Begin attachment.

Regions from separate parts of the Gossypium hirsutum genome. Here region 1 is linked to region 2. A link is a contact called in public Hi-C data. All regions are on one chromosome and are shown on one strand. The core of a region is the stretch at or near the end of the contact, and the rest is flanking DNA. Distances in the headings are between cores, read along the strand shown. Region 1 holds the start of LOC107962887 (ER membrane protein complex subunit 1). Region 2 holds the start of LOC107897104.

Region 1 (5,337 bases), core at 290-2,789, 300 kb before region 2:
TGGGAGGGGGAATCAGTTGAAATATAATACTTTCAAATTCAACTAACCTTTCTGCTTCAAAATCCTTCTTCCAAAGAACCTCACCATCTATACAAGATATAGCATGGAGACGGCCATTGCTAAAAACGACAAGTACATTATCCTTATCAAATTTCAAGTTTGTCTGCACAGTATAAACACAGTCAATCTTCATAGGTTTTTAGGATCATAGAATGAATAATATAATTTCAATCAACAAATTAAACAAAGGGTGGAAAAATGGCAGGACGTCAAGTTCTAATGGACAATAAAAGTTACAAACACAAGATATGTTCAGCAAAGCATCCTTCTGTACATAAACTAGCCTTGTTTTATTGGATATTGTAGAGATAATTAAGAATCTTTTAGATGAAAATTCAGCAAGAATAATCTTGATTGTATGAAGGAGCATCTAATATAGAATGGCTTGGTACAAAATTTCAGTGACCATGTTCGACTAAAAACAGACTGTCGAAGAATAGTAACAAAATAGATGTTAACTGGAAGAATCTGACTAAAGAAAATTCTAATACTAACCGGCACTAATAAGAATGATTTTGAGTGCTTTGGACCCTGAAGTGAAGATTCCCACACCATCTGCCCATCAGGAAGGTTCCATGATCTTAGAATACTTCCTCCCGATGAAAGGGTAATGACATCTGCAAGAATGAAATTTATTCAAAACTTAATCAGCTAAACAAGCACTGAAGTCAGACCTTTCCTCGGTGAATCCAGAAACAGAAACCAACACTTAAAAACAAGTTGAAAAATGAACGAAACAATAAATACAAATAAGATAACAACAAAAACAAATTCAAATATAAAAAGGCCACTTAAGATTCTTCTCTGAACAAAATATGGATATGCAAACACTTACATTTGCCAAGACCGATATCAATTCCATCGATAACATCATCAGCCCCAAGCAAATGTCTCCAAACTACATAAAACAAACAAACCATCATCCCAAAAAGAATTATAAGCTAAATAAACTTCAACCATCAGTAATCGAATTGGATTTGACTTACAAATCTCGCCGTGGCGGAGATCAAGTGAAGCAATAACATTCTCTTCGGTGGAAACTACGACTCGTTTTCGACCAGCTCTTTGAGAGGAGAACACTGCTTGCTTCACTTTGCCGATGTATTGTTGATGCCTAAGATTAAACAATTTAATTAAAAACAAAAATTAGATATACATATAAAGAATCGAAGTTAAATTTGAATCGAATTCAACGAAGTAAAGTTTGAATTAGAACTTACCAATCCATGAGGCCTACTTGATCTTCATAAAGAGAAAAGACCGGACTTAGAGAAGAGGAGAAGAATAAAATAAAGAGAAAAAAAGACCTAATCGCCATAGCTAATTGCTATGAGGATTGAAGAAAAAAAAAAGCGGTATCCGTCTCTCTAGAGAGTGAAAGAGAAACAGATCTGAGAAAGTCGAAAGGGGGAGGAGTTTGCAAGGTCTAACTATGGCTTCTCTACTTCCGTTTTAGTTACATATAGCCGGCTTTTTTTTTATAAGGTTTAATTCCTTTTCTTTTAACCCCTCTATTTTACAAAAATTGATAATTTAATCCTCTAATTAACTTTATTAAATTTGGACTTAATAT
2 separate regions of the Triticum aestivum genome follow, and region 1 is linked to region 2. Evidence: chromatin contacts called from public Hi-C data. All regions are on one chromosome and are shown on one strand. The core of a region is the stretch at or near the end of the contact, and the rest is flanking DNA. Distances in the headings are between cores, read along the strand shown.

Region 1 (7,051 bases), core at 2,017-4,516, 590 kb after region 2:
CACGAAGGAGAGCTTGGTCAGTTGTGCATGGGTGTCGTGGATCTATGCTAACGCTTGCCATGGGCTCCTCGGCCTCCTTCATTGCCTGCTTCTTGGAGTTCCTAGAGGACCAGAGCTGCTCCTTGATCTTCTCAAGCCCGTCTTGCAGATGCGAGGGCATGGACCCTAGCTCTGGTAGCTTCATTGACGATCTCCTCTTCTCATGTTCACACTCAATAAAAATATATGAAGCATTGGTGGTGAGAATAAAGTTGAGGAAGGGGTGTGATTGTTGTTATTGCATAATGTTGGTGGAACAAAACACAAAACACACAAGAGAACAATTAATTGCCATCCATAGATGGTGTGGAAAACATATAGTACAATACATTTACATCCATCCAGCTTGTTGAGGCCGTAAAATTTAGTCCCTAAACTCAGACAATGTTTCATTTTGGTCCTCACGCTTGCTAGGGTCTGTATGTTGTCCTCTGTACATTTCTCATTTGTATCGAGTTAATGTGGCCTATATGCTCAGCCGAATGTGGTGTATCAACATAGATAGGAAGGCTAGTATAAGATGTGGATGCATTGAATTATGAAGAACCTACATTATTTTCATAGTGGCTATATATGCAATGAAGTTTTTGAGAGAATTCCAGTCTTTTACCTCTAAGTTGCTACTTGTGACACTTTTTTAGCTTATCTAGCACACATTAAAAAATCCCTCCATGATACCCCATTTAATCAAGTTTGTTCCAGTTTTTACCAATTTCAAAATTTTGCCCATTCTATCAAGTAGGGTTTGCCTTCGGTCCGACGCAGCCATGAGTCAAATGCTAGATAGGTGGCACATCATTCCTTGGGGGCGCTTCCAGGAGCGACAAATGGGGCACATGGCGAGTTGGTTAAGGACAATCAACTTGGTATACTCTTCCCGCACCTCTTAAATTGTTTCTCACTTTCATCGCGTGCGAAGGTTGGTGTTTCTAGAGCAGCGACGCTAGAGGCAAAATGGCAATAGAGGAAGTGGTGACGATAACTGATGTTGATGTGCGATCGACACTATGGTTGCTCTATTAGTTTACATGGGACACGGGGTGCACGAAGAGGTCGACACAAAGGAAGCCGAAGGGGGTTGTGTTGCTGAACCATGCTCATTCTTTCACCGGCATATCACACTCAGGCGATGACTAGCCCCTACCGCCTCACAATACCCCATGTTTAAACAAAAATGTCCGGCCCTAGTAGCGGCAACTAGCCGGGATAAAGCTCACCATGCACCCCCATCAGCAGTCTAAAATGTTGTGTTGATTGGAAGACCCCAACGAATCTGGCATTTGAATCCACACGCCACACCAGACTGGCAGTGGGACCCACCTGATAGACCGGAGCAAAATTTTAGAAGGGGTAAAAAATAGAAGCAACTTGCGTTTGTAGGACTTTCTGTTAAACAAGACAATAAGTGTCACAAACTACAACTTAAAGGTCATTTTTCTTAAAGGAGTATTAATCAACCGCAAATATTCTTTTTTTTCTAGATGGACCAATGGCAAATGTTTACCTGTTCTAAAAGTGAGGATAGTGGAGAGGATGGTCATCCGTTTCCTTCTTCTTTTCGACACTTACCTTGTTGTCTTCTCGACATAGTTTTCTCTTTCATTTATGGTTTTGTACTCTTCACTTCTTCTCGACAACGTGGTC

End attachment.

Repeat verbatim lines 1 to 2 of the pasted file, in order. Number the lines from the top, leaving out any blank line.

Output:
Regions from separate parts of the Gossypium hirsutum genome. Here region 1 is linked to region 2. A link is a contact called in public Hi-C data. All regions are on one chromosome and are shown on one strand. The core of a region is the stretch at or near the end of the contact, and the rest is flanking DNA. Distances in the headings are between cores, read along the strand shown. Region 1 holds the start of LOC107962887 (ER membrane protein complex subunit 1). Region 2 holds the start of LOC107897104.

Region 1 (5,337 bases), core at 290-2,789, 300 kb before region 2: